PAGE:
Born of a Woman

 The Mother of God

But when the time had fully come, God sent forth his Son,
born of a woman, born under the law,
Galatians 4, 4

Since apostolic time, Catholics have believed and the Church has taught that the Blessed Virgin Mary is truly the Mother of God or, in ancient Greek, Theotokos which means “God-bearer.” This honorable designation means Mary is the mother of the eternal Son of God made man by having conceived and given birth to the Divine Logos in his sacred humanity (Jn 1:1,14). Surely, Mary did not create the divine person of Jesus who existed with the Father for all eternity, but she did provide all the genetic material that was needed to allow God to become a man by the power of the Holy Spirit. He is the “seed” or offspring of the woman who God put at enmity with the serpent (Gen 3:15).

Isaiah’s prophecy was fulfilled at the Annunciation once Mary gave her joyful consent in response to the good news that was brought to her by the angel Gabriel: “Behold, the virgin shall conceive, and bear a son whose name shall be Emmanuel” (7:14). The Hebrew name means “God with us” (cf. Mt 1:23). Mary’s cousin Elizabeth deferentially acknowledged the singular blessing conferred on her kinswoman when she asked her, “Whence is this to me, that the mother of my Lord (Κυρίου or Kyrios) should come to me?” (Lk 1:43). 

The divine title Adonai ( אֲדֹנָי, lit. “My Lords”) is the plural form of the Hebrew word adon (“Lord”) along with the first-person singular pronoun enclitic. As with Elohim, Adonai’s grammatical form is usually explained as a plural of majesty. In the Hebrew Bible, it is nearly always used to refer to God about 450 times. The divine name YHWH was increasingly regarded as too sacred to be uttered; it was thus replaced vocally in the synagogue ritual by the Hebrew word Adonai (“My Lord”), which was translated as Kyrios (“Lord”) in the Septuagint, the Greek version of the Hebrew Scriptures. Hence, the Blessed Virgin Mary is the mother of our Lord Jesus Christ, who is God Himself in His divine person and as such the Hebrew God of Abraham, Isaac, and Jacob incarnate.

Early Sacred Tradition

“There is one Physician who is possessed both of flesh and spirit; both made
and not made; God existing in flesh; true life in death; both of Mary and of
God; first possible and then impossible, even Jesus Christ our Lord.”
St. Ignatius of Antioch, To the Ephesians, 7
(c. A.D. 110)

“After this, we receive the doctrine of the resurrection from the dead, of
which Jesus Christ our Lord became the first fruits; Who bore a Body, in
truth, not in semblance, derived from Mary the mother of God in the fullness
of time sojourning among the race, for the remission of sins: who was
crucified and died, yet for all this suffered no diminution of His Godhead.”
St. Alexander of Alexandria, Epistle to Alexander, 12
(A.D. 324)

“Many, my beloved, are the true testimonies concerning Christ. The Father
bears witness from heaven of His Son: the Holy Ghost bears witness,
descending bodily in likeness of a dove: the Archangel Gabriel bears witness,
bringing good tidings to Mary: the Virgin Mother of God bears witness: the
blessed place of the manger bears witness.”
St. Cyril of Jerusalem, Catechetical Lectures, X:19
(c. A.D. 350)

“Just as, in the age of Mary the mother of God, he who had reigned from
Adam to her time found, when he came to her and dashed his forces against
the fruit of her virginity as against a rock, that he was shattered to pieces
upon her, so in every soul which passes through this life in the flesh under the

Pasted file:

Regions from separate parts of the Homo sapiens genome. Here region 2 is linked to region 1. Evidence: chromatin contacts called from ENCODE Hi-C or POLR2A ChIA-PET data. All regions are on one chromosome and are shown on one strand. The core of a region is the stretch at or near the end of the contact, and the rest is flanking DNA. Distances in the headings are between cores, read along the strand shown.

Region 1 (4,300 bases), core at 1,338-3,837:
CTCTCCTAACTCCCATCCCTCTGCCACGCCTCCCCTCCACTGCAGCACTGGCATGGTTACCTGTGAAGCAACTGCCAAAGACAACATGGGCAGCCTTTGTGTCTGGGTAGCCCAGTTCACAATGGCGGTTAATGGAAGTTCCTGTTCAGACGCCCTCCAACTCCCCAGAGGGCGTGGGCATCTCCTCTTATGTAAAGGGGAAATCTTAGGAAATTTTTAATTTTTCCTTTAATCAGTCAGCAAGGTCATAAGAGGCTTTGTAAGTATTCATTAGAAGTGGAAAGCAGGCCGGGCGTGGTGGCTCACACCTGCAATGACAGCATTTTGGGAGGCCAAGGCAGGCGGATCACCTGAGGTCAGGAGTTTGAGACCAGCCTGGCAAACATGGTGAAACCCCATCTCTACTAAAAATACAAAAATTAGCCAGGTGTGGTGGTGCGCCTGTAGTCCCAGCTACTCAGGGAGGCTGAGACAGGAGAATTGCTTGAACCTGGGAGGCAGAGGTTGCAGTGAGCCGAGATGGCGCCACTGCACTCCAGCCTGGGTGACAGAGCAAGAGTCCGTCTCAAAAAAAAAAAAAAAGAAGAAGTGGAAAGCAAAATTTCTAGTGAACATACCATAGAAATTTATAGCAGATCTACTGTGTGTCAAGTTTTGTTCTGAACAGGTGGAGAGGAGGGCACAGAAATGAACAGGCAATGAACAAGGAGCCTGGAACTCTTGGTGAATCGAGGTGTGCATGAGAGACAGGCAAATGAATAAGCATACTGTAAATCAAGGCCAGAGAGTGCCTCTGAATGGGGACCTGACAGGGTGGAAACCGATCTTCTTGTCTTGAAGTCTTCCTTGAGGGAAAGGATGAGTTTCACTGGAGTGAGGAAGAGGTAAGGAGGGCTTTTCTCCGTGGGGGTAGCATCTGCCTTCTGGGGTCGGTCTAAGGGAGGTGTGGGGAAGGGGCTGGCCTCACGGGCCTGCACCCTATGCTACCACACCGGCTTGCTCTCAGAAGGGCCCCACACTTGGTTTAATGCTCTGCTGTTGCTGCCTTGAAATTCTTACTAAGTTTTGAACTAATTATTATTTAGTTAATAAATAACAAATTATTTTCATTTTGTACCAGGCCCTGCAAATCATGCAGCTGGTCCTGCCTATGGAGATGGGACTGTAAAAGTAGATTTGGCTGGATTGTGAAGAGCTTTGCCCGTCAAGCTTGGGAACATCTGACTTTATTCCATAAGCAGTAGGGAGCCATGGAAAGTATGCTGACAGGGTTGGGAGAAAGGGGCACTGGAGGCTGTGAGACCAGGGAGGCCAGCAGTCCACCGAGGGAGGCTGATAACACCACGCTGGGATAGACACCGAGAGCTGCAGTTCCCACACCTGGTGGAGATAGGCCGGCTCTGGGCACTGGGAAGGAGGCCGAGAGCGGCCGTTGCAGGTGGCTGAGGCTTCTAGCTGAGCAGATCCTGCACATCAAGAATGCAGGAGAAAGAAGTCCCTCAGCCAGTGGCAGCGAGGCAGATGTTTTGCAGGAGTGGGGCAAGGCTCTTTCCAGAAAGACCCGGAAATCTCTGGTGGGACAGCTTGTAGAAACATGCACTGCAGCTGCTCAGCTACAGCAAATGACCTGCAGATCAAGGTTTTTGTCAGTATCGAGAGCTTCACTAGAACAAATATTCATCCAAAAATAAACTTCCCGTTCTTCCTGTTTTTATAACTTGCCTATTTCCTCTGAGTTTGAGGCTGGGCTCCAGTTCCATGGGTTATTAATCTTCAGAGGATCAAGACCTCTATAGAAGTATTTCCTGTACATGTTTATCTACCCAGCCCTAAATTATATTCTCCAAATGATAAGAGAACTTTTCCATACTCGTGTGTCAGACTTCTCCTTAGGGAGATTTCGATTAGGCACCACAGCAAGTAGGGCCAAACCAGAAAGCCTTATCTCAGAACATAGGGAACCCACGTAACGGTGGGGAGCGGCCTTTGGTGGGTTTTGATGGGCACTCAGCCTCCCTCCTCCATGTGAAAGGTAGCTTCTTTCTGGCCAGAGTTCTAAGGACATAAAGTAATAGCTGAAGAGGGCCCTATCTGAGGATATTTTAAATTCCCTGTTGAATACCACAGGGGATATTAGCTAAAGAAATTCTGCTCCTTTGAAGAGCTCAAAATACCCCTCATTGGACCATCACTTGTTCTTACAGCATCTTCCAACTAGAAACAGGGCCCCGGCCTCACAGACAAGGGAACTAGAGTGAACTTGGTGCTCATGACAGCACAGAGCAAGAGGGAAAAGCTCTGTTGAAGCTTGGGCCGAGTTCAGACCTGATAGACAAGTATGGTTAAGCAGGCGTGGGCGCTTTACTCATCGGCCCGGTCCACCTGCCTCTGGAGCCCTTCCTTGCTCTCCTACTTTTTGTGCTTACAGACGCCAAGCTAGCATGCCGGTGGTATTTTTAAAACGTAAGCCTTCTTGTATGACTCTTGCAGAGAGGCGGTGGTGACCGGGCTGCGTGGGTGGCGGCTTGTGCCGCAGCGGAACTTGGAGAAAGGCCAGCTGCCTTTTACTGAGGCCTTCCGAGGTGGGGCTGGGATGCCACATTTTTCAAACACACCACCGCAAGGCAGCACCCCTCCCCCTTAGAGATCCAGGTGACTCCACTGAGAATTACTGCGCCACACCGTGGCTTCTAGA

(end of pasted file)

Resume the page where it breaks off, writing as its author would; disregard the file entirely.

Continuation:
protection of virginity, the strength of death is in a manner broken and
annulled, for he does not find the places upon which he may fix his sting.”
St. Gregory of Nyssa, On Virginity, 14
(A.D. 370)

“Let, then, the life of Mary be as it were virginity itself, set forth in a
likeness, from which, as from a mirror, the appearance of chastity and the
form of virtue is reflected. From this you may take your pattern of life,
showing, as an example, the clear rules of virtue: what you have to correct, to
effect, and to hold fast. The first thing which kindles ardour in learning is
the greatness of the teacher. What is greater than the Mother of God?”
St. Ambrose, Virginity, II:6
(c. A.D. 378)

“If anyone does not believe that Holy Mary is the Mother of God,
he is severed from the Godhead.”
St. Gregory of Nazianzus, To Cledonius, 101
(A.D. 382)

“And so you say, O heretic, whoever you may be, who deny that God was born of the Virgin, that
Mary the Mother of our Lord Jesus Christ ought not to be called Theotokos, i.e., Mother of
God, but Christotocos, i.e., only the Mother of Christ, not of God. For no one, you say, brings
forth what is anterior in time. And of this utterly foolish argument whereby you think that the birth
of God can be understood by carnal minds, and fancy that the mystery of His Majesty can be
accounted for by human reasoning, we will, if God permits, say something later on. In the meanwhile,
we will now prove by Divine testimonies that Christ is God, and that Mary is the Mother of God.”
St. John Cassian, The Incarnation of Christ, II:2
(A.D. 430)

“But since the Holy Virgin brought forth after the flesh God personally
united to the flesh, for this reason we say of her that she is Theotokos, not as
though the nature of the Word had its beginning of being from the flesh, for
he was in the beginning, and the Word was God, and the Word was with
God…but, as we said before, because having personally united man’s nature
to himself…”
St. Cyril of Alexandria, To Nestorius, Epistle 17:11
(A.D. 430)

“If anyone will not confess that the Emmanuel is very God, and that therefore the Holy Virgin
is the Mother of God (Theotokos), inasmuch as in the flesh she bore the Word of God made flesh
[as it is written, ‘The Word was made flesh’]: let him be anathema.”
Council of Ephesus, Anathemas Against Nestorius, I
(A.D. 430)

Ave Maria

Pax vobiscum